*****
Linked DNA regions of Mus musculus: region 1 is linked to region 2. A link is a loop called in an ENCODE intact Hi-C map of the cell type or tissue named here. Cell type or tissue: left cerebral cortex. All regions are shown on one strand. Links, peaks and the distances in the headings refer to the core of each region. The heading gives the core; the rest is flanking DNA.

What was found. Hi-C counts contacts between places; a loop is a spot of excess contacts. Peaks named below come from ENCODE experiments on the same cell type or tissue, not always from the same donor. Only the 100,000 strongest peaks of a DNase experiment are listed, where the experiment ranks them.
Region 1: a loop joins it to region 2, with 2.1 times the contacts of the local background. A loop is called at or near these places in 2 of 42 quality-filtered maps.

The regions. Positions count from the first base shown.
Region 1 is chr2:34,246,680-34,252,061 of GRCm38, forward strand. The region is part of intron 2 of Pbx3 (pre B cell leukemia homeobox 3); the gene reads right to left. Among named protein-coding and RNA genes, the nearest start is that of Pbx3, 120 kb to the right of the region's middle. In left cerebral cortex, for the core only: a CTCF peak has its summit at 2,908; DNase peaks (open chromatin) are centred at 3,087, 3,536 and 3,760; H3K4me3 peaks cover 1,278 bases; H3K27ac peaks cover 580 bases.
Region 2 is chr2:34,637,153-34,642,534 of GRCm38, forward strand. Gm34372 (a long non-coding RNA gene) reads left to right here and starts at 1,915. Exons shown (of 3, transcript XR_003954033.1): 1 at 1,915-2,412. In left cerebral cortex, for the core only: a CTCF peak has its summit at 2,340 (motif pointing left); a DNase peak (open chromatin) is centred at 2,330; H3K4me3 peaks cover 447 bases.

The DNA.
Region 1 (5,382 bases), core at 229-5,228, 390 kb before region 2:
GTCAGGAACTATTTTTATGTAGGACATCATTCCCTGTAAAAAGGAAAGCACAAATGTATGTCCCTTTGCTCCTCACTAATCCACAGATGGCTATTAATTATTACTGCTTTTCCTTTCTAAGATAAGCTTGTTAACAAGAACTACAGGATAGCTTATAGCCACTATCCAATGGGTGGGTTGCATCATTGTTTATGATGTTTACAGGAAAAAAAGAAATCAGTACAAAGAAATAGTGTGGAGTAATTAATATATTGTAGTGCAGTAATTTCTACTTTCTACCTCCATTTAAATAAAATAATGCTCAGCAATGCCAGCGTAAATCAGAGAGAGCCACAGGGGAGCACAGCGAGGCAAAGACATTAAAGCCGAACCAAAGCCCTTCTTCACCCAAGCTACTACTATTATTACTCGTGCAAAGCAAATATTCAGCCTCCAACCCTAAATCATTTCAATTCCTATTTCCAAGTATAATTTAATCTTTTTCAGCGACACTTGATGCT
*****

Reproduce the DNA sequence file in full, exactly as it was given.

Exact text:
Linked DNA regions of Mus musculus: region 1 is linked to region 2. A link is a loop called in an ENCODE intact Hi-C map of the cell type or tissue named here. Cell type or tissue: left cerebral cortex. All regions are shown on one strand. Links, peaks and the distances in the headings refer to the core of each region. The heading gives the core; the rest is flanking DNA.

What was found. Hi-C counts contacts between places; a loop is a spot of excess contacts. Peaks named below come from ENCODE experiments on the same cell type or tissue, not always from the same donor. Only the 100,000 strongest peaks of a DNase experiment are listed, where the experiment ranks them.
Region 1: a loop joins it to region 2, with 2.1 times the contacts of the local background. A loop is called at or near these places in 2 of 42 quality-filtered maps.

The regions. Positions count from the first base shown.
Region 1 is chr2:34,246,680-34,252,061 of GRCm38, forward strand. The region is part of intron 2 of Pbx3 (pre B cell leukemia homeobox 3); the gene reads right to left. Among named protein-coding and RNA genes, the nearest start is that of Pbx3, 120 kb to the right of the region's middle. In left cerebral cortex, for the core only: a CTCF peak has its summit at 2,908; DNase peaks (open chromatin) are centred at 3,087, 3,536 and 3,760; H3K4me3 peaks cover 1,278 bases; H3K27ac peaks cover 580 bases.
Region 2 is chr2:34,637,153-34,642,534 of GRCm38, forward strand. Gm34372 (a long non-coding RNA gene) reads left to right here and starts at 1,915. Exons shown (of 3, transcript XR_003954033.1): 1 at 1,915-2,412. In left cerebral cortex, for the core only: a CTCF peak has its summit at 2,340 (motif pointing left); a DNase peak (open chromatin) is centred at 2,330; H3K4me3 peaks cover 447 bases.

The DNA.
Region 1 (5,382 bases), core at 229-5,228, 390 kb before region 2:
GTCAGGAACTATTTTTATGTAGGACATCATTCCCTGTAAAAAGGAAAGCACAAATGTATGTCCCTTTGCTCCTCACTAATCCACAGATGGCTATTAATTATTACTGCTTTTCCTTTCTAAGATAAGCTTGTTAACAAGAACTACAGGATAGCTTATAGCCACTATCCAATGGGTGGGTTGCATCATTGTTTATGATGTTTACAGGAAAAAAAGAAATCAGTACAAAGAAATAGTGTGGAGTAATTAATATATTGTAGTGCAGTAATTTCTACTTTCTACCTCCATTTAAATAAAATAATGCTCAGCAATGCCAGCGTAAATCAGAGAGAGCCACAGGGGAGCACAGCGAGGCAAAGACATTAAAGCCGAACCAAAGCCCTTCTTCACCCAAGCTACTACTATTATTACTCGTGCAAAGCAAATATTCAGCCTCCAACCCTAAATCATTTCAATTCCTATTTCCAAGTATAATTTAATCTTTTTCAGCGACACTTGATGCT